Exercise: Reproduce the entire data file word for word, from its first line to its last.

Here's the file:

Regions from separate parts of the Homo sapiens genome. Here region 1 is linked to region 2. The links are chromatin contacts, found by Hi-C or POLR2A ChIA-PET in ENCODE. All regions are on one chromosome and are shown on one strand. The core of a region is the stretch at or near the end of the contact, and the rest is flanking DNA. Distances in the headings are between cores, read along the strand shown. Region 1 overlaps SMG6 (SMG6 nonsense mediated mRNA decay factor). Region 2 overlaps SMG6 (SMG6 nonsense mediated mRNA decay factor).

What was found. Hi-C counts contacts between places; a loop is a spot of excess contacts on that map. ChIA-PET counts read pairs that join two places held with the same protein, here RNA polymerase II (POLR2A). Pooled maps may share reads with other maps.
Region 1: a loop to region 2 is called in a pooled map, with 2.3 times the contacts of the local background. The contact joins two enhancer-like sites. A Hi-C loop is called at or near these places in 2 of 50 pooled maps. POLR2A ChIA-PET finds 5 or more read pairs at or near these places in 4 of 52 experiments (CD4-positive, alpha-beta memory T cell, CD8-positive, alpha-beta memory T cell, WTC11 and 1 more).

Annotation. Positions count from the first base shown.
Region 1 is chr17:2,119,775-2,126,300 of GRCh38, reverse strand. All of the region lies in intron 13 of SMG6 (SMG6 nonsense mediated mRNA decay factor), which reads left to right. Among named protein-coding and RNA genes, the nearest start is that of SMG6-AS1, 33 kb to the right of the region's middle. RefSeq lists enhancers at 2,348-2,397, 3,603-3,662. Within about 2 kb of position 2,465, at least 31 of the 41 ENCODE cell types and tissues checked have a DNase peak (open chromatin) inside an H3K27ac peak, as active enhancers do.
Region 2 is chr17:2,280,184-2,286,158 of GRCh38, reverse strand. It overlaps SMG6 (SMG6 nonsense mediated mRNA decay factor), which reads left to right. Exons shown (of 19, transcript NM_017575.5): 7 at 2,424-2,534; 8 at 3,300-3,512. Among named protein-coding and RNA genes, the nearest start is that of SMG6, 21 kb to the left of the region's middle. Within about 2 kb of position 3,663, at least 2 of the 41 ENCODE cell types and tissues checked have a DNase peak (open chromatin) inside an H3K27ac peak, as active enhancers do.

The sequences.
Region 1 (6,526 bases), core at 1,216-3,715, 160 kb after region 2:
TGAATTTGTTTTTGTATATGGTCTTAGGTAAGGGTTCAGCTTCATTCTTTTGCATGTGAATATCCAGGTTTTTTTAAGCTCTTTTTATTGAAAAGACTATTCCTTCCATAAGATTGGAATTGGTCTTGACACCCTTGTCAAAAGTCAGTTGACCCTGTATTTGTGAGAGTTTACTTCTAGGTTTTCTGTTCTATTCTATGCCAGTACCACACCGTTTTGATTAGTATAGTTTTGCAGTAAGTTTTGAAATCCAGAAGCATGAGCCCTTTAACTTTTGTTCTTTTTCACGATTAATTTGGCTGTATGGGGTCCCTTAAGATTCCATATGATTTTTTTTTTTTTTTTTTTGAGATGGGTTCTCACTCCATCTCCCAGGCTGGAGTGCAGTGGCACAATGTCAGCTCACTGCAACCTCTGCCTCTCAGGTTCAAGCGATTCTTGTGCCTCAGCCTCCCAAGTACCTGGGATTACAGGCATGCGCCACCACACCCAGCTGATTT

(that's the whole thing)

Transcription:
Regions from separate parts of the Homo sapiens genome. Here region 1 is linked to region 2. The links are chromatin contacts, found by Hi-C or POLR2A ChIA-PET in ENCODE. All regions are on one chromosome and are shown on one strand. The core of a region is the stretch at or near the end of the contact, and the rest is flanking DNA. Distances in the headings are between cores, read along the strand shown. Region 1 overlaps SMG6 (SMG6 nonsense mediated mRNA decay factor). Region 2 overlaps SMG6 (SMG6 nonsense mediated mRNA decay factor).

What was found. Hi-C counts contacts between places; a loop is a spot of excess contacts on that map. ChIA-PET counts read pairs that join two places held with the same protein, here RNA polymerase II (POLR2A). Pooled maps may share reads with other maps.
Region 1: a loop to region 2 is called in a pooled map, with 2.3 times the contacts of the local background. The contact joins two enhancer-like sites. A Hi-C loop is called at or near these places in 2 of 50 pooled maps. POLR2A ChIA-PET finds 5 or more read pairs at or near these places in 4 of 52 experiments (CD4-positive, alpha-beta memory T cell, CD8-positive, alpha-beta memory T cell, WTC11 and 1 more).

Annotation. Positions count from the first base shown.
Region 1 is chr17:2,119,775-2,126,300 of GRCh38, reverse strand. All of the region lies in intron 13 of SMG6 (SMG6 nonsense mediated mRNA decay factor), which reads left to right. Among named protein-coding and RNA genes, the nearest start is that of SMG6-AS1, 33 kb to the right of the region's middle. RefSeq lists enhancers at 2,348-2,397, 3,603-3,662. Within about 2 kb of position 2,465, at least 31 of the 41 ENCODE cell types and tissues checked have a DNase peak (open chromatin) inside an H3K27ac peak, as active enhancers do.
Region 2 is chr17:2,280,184-2,286,158 of GRCh38, reverse strand. It overlaps SMG6 (SMG6 nonsense mediated mRNA decay factor), which reads left to right. Exons shown (of 19, transcript NM_017575.5): 7 at 2,424-2,534; 8 at 3,300-3,512. Among named protein-coding and RNA genes, the nearest start is that of SMG6, 21 kb to the left of the region's middle. Within about 2 kb of position 3,663, at least 2 of the 41 ENCODE cell types and tissues checked have a DNase peak (open chromatin) inside an H3K27ac peak, as active enhancers do.

The sequences.
Region 1 (6,526 bases), core at 1,216-3,715, 160 kb after region 2:
TGAATTTGTTTTTGTATATGGTCTTAGGTAAGGGTTCAGCTTCATTCTTTTGCATGTGAATATCCAGGTTTTTTTAAGCTCTTTTTATTGAAAAGACTATTCCTTCCATAAGATTGGAATTGGTCTTGACACCCTTGTCAAAAGTCAGTTGACCCTGTATTTGTGAGAGTTTACTTCTAGGTTTTCTGTTCTATTCTATGCCAGTACCACACCGTTTTGATTAGTATAGTTTTGCAGTAAGTTTTGAAATCCAGAAGCATGAGCCCTTTAACTTTTGTTCTTTTTCACGATTAATTTGGCTGTATGGGGTCCCTTAAGATTCCATATGATTTTTTTTTTTTTTTTTTTGAGATGGGTTCTCACTCCATCTCCCAGGCTGGAGTGCAGTGGCACAATGTCAGCTCACTGCAACCTCTGCCTCTCAGGTTCAAGCGATTCTTGTGCCTCAGCCTCCCAAGTACCTGGGATTACAGGCATGCGCCACCACACCCAGCTGATTT